Tuesday, July 22, 2014

Game of the Day (7/21/84)

Brewers 7, A's 4 (10). Oakland started former Brewer Lary Sorensen, who was 28 and on the fast track to being washed up. Milwaukee replied with future A Tom Candiotti, who at 26 was still struggling to establish himself in the majors, but would pitch for another decade and a half. You can do that when you're a knuckleballer.

Jim Gantner singled and was left on in the top of the first, while Candiotti retired the A's in order in the bottom of the inning. Ben Oglivie reached on a Tony Phillips error in the second and made it to second before Sorensen stranded him. A Dave Kingman walk and an Ed Romero error on a Mike Heath grounder put Oakland runners on first and second in the bottom of the inning, but Candiotti kept both of them from scoring.

In the third, Rick Manning and Gantner both singled, and they advanced to second and third on a double steal attempt that would have failed if not for Carney Lansford mishandling the throw. But Sorensen retired Robin Yount and Cecil Cooper to leave both runners in scoring position, and Oakland scored the game's first run in the bottom of the inning when Phillips reached on a Gantner error and Dwayne Murphy and Joe Morgan singled him around. A wild pitch moved the runners to second and third, but a Kingman strikeout and a Lansford groundout allowed Candiotti to keep them there.

Ted Simmons and Oglivie began the fourth with singles; a Romero bunt advanced them, and Bill Schroeder added a groundout to score Simmons with the tying run. Oakland quickly recaptured the lead, however. Bruce Bochte led off the fourth with a double, and Heath singled him to third. Mike Davis grounded back to the mound, getting Bochte thrown out at home, but Mickey Tettleton and Phillips singled in a run apiece for a 3-1 lead, chasing Candiotti from the mound to be replaced by Bob McClure. Murphy singled to load the bases, but Morgan hit into a double play to keep Milwaukee halfway close.

Sorensen worked around a Yount single in the fifth. McClure and the Brewer defense combined to load the bases in the bottom of the inning (errors by Romero and McClure himself sandwiched a Bochte single) before Tettleton struck out to abandon all three men. An Oglivie single in the top of the sixth was obviated by a Romero double play ball, and Oakland padded its advantage to 4-1 in the home half of the inning on singles by Phillips, Morgan, and Lansford, the last of them coming against Tom Tellmann.

Rick Manning singled in the seventh and was balked to second before Sorensen got a flyout from Gantner to leave him there. Tettleton and Phillips both singled in the bottom of the inning, but Rick Waits relieved Tellmann and retired Murphy and Morgan to end the threat. Yount then led off the top of the eighth with a triple, and Cooper brought him in with a sac fly. A Simmons double ended Sorensen's day; Tim Conroy walked Oglivie, and Keith Atherton allowed a base-loading single to Romero, then walked pinch hitter Jim Sundberg to force in a run. Chuck Rainey then became the third Oakland reliever of the inning; he allowed a game-tying sac fly to Dion James, walked Manning to reload the bases, and finally coaxed an inning-ending grounder from Gantner to salvage a tie.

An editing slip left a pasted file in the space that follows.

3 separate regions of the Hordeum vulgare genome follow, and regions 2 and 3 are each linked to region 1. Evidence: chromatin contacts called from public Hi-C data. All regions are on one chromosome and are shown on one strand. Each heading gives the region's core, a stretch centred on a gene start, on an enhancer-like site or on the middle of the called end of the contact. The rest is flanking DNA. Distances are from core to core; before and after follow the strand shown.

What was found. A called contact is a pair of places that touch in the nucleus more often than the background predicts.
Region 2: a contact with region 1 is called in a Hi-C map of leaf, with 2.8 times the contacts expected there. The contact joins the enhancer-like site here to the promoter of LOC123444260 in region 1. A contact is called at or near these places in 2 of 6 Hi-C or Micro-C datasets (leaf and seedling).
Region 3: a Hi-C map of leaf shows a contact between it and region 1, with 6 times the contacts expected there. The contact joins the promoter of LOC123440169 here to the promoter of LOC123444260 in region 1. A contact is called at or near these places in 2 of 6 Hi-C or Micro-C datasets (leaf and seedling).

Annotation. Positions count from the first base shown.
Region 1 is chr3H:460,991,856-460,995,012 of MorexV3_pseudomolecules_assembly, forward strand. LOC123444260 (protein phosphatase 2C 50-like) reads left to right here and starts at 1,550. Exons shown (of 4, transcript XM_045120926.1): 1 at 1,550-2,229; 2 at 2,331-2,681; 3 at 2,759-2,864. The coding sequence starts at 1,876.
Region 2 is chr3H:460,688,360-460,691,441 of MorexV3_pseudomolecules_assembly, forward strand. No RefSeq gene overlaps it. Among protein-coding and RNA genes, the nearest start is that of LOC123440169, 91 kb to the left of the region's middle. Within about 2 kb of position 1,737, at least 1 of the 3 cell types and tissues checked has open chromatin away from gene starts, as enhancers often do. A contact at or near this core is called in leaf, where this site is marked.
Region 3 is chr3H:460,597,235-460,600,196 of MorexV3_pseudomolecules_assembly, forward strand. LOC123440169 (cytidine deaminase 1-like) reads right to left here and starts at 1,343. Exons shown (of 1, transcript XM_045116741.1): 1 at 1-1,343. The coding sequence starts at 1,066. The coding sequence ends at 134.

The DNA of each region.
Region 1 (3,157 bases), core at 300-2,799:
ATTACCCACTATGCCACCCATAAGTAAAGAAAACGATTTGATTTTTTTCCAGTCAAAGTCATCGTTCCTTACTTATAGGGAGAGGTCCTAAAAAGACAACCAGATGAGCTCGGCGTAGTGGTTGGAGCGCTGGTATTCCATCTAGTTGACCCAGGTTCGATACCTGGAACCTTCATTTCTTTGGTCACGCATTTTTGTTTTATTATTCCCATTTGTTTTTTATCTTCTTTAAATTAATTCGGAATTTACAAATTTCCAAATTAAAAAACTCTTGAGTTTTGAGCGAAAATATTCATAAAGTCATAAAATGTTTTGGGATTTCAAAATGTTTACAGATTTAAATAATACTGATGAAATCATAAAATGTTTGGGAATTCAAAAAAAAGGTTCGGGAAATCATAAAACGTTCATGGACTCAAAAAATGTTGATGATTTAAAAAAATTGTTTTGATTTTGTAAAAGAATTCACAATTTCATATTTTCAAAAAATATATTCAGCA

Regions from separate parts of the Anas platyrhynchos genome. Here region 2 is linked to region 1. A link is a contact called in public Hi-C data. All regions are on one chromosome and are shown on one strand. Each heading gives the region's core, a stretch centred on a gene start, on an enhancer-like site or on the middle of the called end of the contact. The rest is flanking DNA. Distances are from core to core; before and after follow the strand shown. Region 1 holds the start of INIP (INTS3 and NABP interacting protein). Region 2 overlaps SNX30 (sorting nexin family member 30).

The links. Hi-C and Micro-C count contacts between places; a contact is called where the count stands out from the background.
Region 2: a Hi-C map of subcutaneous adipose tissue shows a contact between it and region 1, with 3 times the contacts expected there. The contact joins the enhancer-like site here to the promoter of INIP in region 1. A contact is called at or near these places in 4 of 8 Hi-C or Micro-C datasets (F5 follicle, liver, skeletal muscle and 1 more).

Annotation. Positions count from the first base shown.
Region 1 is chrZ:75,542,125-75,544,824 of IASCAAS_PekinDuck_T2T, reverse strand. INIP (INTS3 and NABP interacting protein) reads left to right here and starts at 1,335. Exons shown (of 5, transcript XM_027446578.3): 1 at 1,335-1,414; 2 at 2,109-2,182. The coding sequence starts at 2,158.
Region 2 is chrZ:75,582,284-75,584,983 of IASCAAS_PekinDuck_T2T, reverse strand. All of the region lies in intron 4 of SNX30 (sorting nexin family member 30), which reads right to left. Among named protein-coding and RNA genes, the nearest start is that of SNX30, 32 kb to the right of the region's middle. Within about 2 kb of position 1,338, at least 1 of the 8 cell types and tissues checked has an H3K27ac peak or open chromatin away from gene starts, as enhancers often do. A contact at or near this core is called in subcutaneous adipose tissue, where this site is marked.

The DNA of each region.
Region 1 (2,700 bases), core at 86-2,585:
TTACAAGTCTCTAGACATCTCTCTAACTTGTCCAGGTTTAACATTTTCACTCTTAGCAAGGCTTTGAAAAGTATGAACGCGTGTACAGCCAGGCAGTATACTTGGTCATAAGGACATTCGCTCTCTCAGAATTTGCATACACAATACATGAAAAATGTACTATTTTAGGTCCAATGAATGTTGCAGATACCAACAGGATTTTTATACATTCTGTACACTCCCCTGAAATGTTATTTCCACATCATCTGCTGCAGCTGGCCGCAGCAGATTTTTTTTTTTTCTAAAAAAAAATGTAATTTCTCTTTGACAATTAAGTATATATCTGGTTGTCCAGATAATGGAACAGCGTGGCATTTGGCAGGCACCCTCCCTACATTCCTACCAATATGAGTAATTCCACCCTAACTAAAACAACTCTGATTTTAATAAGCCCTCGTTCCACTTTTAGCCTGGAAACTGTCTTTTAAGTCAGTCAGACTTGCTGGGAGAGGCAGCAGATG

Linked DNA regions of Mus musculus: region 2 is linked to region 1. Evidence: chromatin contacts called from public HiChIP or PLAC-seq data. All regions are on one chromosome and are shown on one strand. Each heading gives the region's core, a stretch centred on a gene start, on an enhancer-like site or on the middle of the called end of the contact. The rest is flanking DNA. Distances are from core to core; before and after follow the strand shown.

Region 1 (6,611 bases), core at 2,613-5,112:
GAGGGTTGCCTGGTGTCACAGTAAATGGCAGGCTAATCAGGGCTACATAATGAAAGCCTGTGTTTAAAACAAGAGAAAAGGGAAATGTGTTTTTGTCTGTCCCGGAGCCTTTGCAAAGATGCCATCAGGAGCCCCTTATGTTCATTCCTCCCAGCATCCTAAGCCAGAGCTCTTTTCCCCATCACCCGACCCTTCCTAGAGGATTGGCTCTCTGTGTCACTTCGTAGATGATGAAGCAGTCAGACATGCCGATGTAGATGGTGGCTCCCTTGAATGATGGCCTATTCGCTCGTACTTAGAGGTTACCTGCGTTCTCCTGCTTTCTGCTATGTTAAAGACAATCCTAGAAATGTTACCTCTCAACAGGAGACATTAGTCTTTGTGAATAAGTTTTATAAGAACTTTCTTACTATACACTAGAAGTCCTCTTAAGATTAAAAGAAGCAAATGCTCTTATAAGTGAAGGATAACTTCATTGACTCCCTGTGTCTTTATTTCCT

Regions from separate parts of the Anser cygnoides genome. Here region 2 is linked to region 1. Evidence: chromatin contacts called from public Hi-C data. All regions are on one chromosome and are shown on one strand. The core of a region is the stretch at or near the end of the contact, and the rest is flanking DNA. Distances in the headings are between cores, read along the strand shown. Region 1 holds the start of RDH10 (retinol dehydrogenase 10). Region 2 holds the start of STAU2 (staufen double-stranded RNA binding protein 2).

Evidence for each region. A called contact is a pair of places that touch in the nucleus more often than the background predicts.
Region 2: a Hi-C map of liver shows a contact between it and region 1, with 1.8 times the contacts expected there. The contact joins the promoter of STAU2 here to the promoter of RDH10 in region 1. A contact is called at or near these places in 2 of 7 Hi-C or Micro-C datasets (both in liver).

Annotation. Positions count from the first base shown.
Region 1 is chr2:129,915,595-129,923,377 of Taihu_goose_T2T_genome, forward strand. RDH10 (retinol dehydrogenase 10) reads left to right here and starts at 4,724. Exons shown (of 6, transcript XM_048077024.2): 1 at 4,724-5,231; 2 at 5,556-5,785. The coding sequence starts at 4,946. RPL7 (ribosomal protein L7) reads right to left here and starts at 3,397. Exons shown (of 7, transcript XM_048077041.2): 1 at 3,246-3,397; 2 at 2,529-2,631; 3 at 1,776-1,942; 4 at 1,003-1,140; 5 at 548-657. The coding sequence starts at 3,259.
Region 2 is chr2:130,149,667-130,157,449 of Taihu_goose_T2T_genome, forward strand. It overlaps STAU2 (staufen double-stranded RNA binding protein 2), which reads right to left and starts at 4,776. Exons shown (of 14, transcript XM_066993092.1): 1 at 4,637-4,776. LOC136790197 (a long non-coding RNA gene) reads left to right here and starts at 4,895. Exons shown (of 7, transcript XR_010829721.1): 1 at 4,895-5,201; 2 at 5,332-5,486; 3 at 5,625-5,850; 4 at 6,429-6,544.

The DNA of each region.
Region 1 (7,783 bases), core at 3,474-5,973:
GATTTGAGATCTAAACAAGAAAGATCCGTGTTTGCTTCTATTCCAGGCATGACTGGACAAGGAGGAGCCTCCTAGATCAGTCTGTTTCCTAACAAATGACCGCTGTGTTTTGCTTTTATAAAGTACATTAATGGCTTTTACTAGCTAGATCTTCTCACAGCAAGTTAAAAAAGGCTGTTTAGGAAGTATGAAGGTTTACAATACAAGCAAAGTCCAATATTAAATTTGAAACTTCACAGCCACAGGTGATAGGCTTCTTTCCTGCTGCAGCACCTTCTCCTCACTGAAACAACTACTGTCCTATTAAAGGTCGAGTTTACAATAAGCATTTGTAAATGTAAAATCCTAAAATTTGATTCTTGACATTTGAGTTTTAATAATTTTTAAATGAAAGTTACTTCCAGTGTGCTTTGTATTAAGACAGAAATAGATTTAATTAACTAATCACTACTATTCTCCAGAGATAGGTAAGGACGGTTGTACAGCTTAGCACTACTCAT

Kingman led off the bottom of the eighth with a single, and was the last player on either team to reach in regulation, as Waits and Rainey combined on nine consecutive outs. The same pitchers stayed on the mound to begin the extra innings, and had rather more trouble in the tenth. Oglivie led off with a single and was bunted to second; Rainey struck out Sundberg, but walked James and Manning to load the bases, then allowed a go-ahead two-run single to Gantner and a hit to Yount that brought in an insurance run. Waits had difficulties of his own, allowing singles to Jeff Burroughs, Lansford, and Bochte to load the bases, but Rollie Fingers then relieved and struck out Heath to end the game.

Weird stat of the day: The A's went 7 for 20 with runners in scoring position in this game, but only scored four runs. The Brewers were 3 for 12 with RISP, had no RBI extra-base hits, and scored seven times.

Several hitters had good games in this one (which is not exactly uncommon in contests that end with 7-4 scores), but the two I'm going to focus on both had three hits from top-of-the-order lineup slots. Milwaukee's Jim Gantner, a franchise stalwart who could handle any of the infield slots in a pinch but mostly stuck with second base, went 3 for 6 and drove in the go-ahead runs in the tenth, posting a healthy +.282 WPA. Oakland's Tony Phillips was also 3 for 6, scored twice and drove in one. His production was not as timely as Gantner's, but it was similar out of context. Which is appropriate, because at the time, Phillips appeared to be something of a Gantner-in-waiting - a multi-positional infielder who could bat left-handed (Phillips was actually a switch hitter), and hit just enough to make himself worth playing.

As it worked out, Phillips hung around in that sort of role until the early '90s, and then, when he was around the same age as Gantner was when this game was played, he joined the Tigers as a free agent and his career skyrocketed, leaving Gantner's in the dust. Which I guess makes him sort of a post facto best case scenario for a Jim Gantner type.

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